I ran a simple code to toggle a GPIO without any delays to find out how fast the software sketch was running. The result is shown below.

// the setup function runs once when you press reset or power the board
void setup() {
  // initialize digital pin LED_BUILTIN as an output.
  pinMode(12, OUTPUT);
}

// the loop function runs over and over again forever
void loop() {
  digitalWrite(12, HIGH);   // turn the LED on (HIGH is the voltage level)
  digitalWrite(12, LOW);    // turn the LED off by making the voltage LOW
}
Speed Test

As you can see, I have to run the board from a battery pack but it still works. The result is a 180kHz wave is nothing close to the 32MHz system clock. The sketch probably runs in its own little container which means if you want to exploit the true capabilities, you would be better off exploring the RTOS and framework. For the beginner, the basic setup works pretty well though.

 #include "CurieIMU.h"
  //and then
 CurieIMU.begin();

The access to the peripherals is encapsulated in the ‘curie’ classes and functionality exposed via simple methods. The links to the details are as follows:

  • CurieBLE - Interact with smart-phones and tablets with Bluetooth Low Energy (BLE).
  • CurieIMU - Manage the on-board accelerometer and gyro.
  • CurieTimerOne - Allows to use Timer functions.
  • CurieTime - Allows to control and use the internal RTC (Real Time Clock)

That being said, there are many ways of developing with the 101. My initial proposal for this test was to create a project that recognises gestures however that project is already documented on the create-arduino page here.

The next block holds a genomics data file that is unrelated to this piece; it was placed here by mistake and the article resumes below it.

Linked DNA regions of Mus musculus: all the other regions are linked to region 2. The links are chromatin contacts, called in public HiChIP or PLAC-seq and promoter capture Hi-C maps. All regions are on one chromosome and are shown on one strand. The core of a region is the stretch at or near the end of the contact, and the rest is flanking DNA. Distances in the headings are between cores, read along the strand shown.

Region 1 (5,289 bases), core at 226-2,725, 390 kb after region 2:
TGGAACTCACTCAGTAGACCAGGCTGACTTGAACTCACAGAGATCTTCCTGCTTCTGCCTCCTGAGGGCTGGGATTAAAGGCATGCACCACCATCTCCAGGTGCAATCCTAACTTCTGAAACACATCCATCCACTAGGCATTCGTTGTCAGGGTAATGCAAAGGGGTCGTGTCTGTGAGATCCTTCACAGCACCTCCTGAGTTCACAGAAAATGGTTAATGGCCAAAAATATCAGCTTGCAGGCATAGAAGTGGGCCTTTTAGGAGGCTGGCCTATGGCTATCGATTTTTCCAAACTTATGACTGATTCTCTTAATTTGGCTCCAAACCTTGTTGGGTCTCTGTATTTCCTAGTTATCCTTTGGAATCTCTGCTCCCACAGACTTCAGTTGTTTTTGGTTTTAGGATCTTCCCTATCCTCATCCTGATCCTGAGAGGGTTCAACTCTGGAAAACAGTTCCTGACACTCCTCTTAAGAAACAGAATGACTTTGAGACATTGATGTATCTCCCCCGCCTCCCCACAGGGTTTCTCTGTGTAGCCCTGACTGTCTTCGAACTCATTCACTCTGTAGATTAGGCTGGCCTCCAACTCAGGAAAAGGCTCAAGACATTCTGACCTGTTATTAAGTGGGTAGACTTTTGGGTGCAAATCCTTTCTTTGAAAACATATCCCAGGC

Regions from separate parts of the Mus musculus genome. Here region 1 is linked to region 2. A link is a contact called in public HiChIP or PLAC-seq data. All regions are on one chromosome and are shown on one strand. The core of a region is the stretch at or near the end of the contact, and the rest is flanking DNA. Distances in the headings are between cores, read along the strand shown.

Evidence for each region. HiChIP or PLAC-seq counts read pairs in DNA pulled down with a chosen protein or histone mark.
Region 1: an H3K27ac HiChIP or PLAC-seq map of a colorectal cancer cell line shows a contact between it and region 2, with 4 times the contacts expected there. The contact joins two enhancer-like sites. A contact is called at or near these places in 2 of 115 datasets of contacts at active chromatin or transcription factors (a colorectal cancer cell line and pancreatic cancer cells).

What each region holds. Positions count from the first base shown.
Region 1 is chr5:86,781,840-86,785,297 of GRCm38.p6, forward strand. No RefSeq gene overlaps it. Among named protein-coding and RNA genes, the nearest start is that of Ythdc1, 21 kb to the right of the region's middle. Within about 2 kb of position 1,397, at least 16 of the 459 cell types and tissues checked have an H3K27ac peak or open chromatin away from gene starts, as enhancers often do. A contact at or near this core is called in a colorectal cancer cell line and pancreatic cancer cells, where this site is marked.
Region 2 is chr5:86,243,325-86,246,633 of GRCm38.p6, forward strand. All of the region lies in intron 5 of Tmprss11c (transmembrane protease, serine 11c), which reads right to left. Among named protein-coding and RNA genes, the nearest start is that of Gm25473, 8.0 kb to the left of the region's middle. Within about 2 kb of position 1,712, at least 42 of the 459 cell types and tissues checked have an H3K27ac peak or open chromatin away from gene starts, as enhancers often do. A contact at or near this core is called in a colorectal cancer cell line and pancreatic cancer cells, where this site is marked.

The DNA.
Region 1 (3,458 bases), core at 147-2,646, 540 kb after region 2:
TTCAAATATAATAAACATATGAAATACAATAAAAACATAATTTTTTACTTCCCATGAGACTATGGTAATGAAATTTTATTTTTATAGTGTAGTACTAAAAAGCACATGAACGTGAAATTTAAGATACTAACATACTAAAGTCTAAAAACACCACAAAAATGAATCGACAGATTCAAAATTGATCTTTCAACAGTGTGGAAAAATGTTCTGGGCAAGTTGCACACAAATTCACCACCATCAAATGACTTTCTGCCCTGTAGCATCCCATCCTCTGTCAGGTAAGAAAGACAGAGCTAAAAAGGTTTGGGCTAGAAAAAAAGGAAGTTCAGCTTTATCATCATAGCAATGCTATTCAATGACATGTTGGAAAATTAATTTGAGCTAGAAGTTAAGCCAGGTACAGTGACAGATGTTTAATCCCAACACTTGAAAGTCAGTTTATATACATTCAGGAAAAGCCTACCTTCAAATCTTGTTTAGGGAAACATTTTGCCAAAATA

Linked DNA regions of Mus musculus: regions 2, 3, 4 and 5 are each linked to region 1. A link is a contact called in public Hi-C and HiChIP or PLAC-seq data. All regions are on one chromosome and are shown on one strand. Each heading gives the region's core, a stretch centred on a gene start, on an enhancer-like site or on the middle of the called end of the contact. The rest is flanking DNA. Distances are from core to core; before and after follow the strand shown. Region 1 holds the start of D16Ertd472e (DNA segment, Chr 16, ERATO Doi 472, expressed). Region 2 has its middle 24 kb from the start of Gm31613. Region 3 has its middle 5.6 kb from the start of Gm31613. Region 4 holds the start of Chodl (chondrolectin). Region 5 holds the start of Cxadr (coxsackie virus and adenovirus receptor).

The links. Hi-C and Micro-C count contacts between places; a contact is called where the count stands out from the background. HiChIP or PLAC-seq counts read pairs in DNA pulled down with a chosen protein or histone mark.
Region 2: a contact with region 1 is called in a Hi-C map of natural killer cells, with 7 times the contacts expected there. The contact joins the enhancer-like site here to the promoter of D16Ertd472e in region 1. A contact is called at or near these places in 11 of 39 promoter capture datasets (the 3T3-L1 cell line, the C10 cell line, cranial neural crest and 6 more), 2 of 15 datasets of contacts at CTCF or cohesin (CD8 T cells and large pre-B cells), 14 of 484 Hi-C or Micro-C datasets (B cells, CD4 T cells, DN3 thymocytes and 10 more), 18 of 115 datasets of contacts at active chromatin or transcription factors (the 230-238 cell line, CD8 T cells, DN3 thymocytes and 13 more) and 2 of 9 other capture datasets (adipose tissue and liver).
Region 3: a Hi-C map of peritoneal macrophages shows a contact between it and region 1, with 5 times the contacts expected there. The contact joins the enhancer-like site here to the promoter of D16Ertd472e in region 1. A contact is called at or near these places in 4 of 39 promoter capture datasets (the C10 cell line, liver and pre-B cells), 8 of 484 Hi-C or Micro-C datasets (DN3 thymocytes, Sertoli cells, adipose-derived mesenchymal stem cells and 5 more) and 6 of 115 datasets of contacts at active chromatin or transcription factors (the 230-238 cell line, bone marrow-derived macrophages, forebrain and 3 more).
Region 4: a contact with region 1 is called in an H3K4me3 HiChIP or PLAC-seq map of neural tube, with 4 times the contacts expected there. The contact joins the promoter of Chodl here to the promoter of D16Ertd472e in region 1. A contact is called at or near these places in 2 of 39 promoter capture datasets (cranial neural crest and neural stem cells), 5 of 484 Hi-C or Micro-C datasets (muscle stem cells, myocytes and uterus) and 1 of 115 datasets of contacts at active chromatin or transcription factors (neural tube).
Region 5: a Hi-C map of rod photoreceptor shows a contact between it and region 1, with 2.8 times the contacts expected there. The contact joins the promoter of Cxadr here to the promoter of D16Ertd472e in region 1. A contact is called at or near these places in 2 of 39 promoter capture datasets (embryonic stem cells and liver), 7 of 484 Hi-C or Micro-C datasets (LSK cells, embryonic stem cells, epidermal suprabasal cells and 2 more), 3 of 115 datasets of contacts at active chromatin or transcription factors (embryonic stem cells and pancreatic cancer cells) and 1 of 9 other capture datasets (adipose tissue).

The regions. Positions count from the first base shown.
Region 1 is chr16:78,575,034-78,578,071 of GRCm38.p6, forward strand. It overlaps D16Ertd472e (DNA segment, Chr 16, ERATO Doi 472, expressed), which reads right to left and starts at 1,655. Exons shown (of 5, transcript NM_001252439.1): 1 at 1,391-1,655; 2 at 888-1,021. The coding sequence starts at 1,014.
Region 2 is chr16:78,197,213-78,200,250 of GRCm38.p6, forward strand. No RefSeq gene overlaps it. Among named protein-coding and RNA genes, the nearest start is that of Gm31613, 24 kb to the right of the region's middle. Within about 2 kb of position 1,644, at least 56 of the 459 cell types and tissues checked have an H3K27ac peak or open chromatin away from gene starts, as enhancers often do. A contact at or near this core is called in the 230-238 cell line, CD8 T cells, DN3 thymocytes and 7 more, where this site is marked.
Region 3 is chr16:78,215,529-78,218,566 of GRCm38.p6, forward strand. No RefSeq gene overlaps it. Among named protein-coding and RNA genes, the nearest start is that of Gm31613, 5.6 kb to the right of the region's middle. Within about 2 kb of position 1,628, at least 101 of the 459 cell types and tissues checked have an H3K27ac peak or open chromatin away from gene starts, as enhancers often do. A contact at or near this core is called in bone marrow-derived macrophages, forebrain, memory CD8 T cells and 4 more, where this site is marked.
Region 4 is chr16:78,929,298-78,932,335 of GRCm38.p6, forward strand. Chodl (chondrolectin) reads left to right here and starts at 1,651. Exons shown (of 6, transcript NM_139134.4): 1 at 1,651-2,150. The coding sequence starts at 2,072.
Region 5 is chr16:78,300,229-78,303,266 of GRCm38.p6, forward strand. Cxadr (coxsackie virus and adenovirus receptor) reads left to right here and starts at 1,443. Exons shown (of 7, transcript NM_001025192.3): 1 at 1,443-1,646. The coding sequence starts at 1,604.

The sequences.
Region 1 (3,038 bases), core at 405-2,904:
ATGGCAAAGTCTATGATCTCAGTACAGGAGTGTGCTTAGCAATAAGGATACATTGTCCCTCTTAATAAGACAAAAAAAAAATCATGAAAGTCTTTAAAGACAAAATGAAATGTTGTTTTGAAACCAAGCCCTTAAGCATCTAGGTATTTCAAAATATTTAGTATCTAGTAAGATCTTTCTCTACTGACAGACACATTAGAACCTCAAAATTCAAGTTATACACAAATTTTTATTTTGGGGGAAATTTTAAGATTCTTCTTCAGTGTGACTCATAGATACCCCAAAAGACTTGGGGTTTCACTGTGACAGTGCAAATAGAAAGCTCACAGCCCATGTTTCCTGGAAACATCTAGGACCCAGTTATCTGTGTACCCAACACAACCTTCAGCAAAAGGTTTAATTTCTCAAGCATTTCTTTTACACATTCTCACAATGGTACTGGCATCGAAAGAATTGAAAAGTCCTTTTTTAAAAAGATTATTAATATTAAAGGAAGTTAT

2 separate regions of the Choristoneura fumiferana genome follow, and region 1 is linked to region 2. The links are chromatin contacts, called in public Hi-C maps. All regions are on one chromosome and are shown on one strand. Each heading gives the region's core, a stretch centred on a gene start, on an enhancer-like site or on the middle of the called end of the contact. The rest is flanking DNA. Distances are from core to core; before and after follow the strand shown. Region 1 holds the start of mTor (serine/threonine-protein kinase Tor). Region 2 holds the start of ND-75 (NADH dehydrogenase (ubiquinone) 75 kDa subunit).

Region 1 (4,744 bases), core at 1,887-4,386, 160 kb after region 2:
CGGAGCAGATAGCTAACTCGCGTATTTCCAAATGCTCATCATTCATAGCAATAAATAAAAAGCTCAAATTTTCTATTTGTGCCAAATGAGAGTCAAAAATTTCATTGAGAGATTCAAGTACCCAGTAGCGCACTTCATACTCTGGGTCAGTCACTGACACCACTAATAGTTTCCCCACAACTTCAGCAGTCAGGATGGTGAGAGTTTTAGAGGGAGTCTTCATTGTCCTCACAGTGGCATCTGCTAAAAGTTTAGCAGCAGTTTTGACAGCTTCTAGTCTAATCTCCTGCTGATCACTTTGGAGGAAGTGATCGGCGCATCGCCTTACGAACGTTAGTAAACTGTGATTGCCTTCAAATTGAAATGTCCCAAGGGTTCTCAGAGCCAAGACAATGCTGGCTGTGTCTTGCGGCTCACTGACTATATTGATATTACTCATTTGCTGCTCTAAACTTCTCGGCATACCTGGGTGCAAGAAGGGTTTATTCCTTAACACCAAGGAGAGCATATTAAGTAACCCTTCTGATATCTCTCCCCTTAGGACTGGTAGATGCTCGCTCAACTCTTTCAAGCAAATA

Intel too has a page for the Arduino 101 that has further links to useful information but his makes the entire experience… scattered across the internet. I would like to see a more summarised documentation and this post could serve that purpose if updated on a regular basis.

In order to work with BLE, it is important to understand how BLE devices work. The explanation is beyond the scope of this document hence, I refer to the following links for the corresponding information.

If I HAD to explain BLE communication in summary, it would be…

‘BLE Communication is like a postbox message system. Once a connection has been established, the peripheral or BLE end node acts like a postbox where an internal process writes messages in predefined slots called characteristics. The client or application device such as laptop or smart-phone connects to the node which in this case would be the 101 and reads that characteristic or writes to it. The frequency of this transaction depends on the configuration and influences the power consumed.’

I leave the details to you to figure out as an excercise.

A simple BLE Project

Unlike the blinking led project that is the ‘hello world’ of the hardware world, BLE projects are slightly different. For starters, Windows 7 and below don’t support Bluetooth 4.0 which means you either pay for Windows 10, buy a Mac or quite simply move to linux. I personally use a MacBook Air thanks to Element14 and a Ubuntu Mate Desktop alongside a Raspberry Pi3 Raspbian machine. The idea is to have all the bits and pieces together. You could also go with the option of the Smart-phone and for both the iOS and Android, I recommend downloading the Cypress BLE App. The nRF Connect App is also a favourite and comes highly recommended. If you have a better option, I am all ears - leave a suggestion in the comments.

So with the Cypress BLE App installed, it now time to start programming the Genuino 101

For the first test, we want to emulate a standard peripheral. A heart-rate monitor? Well I like to start smaller so lets go with the battery monitor example. Yes! It is available as an example and the details are given here.

The code starts by including the CurieBLE library which has all the necessary functions to help with BLE functionality. Next, a BLE Peripheral object is created. Next we add a service object. You can have more than one of these e.g. a battery monitor inside a heart-rate monitor. The text ‘180F’ is the service identifier and is a standard values taken from the BLE Gatt Specs

The BLEUnsignedCharCharacteristic class is used to create characteristic objects used to format information to be sent across the BLE connection. In this case we only created a batteryLevelChar with UUID from this list. This object will be used to send the battery information.